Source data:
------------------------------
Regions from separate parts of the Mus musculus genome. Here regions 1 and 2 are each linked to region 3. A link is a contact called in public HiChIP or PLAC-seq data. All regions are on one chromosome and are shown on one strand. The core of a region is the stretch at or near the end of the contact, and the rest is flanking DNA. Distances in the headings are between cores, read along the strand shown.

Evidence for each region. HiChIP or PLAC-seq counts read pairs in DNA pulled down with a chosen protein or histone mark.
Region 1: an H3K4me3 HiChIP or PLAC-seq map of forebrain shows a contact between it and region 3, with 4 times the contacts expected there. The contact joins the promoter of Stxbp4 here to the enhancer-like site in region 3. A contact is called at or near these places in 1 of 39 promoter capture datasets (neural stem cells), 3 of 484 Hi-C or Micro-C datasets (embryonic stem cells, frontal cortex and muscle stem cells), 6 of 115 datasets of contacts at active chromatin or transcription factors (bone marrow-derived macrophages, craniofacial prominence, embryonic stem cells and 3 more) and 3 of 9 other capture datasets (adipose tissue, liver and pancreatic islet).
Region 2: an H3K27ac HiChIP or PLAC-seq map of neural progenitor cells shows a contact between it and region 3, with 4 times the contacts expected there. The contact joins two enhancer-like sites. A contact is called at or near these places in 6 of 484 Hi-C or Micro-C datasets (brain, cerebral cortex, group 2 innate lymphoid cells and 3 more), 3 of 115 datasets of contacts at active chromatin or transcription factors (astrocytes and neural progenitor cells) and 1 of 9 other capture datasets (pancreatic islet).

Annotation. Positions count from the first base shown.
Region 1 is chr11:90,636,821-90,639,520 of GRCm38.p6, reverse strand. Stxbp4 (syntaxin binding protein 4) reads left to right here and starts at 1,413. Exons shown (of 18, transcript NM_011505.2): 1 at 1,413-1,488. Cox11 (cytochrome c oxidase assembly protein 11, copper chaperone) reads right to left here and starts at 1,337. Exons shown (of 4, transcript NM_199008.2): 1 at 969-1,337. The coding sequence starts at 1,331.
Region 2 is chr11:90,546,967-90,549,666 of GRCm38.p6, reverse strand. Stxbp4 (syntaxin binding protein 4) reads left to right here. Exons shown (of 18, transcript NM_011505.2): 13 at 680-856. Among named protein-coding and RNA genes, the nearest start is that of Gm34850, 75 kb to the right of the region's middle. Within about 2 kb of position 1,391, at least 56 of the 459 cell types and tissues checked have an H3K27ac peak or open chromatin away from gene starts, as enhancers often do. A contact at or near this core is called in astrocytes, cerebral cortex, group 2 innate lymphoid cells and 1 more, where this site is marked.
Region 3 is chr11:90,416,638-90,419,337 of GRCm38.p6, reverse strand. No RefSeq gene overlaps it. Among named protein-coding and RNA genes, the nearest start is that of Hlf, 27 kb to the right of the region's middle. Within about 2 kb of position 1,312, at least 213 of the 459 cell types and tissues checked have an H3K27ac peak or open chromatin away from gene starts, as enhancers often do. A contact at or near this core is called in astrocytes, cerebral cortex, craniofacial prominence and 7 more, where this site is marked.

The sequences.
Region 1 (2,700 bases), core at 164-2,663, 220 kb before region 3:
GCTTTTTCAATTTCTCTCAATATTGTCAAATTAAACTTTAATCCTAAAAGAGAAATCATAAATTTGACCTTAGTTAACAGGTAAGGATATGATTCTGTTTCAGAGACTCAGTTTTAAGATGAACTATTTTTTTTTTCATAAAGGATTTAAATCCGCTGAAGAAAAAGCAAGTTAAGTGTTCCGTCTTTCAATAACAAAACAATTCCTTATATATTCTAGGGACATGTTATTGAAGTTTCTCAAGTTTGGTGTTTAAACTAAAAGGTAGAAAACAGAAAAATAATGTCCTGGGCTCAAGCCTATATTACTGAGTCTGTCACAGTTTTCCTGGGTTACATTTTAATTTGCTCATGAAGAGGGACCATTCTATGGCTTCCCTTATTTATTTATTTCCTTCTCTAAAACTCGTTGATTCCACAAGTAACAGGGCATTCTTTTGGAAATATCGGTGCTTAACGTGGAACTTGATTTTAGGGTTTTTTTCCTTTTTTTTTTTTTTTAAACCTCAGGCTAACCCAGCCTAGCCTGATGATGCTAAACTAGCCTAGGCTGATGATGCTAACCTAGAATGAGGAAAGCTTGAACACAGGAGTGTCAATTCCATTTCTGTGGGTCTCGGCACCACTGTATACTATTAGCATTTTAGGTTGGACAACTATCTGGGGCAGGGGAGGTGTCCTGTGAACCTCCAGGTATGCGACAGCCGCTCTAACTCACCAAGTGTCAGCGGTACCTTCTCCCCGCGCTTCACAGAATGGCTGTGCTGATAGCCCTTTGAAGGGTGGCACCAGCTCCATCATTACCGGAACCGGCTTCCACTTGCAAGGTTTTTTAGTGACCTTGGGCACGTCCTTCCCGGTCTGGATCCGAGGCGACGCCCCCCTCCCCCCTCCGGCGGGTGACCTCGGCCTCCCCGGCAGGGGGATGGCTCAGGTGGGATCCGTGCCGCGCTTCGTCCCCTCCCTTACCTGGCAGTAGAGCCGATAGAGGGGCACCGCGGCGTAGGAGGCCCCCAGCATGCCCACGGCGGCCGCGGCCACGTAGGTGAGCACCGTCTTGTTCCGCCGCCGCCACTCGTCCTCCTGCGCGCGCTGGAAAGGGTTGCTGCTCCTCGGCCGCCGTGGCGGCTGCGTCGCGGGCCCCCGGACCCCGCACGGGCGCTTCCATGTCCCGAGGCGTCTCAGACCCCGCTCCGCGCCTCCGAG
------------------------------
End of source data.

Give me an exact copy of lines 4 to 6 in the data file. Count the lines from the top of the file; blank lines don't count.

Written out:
Region 2: an H3K27ac HiChIP or PLAC-seq map of neural progenitor cells shows a contact between it and region 3, with 4 times the contacts expected there. The contact joins two enhancer-like sites. A contact is called at or near these places in 6 of 484 Hi-C or Micro-C datasets (brain, cerebral cortex, group 2 innate lymphoid cells and 3 more), 3 of 115 datasets of contacts at active chromatin or transcription factors (astrocytes and neural progenitor cells) and 1 of 9 other capture datasets (pancreatic islet).

Annotation. Positions count from the first base shown.
Region 1 is chr11:90,636,821-90,639,520 of GRCm38.p6, reverse strand. Stxbp4 (syntaxin binding protein 4) reads left to right here and starts at 1,413. Exons shown (of 18, transcript NM_011505.2): 1 at 1,413-1,488. Cox11 (cytochrome c oxidase assembly protein 11, copper chaperone) reads right to left here and starts at 1,337. Exons shown (of 4, transcript NM_199008.2): 1 at 969-1,337. The coding sequence starts at 1,331.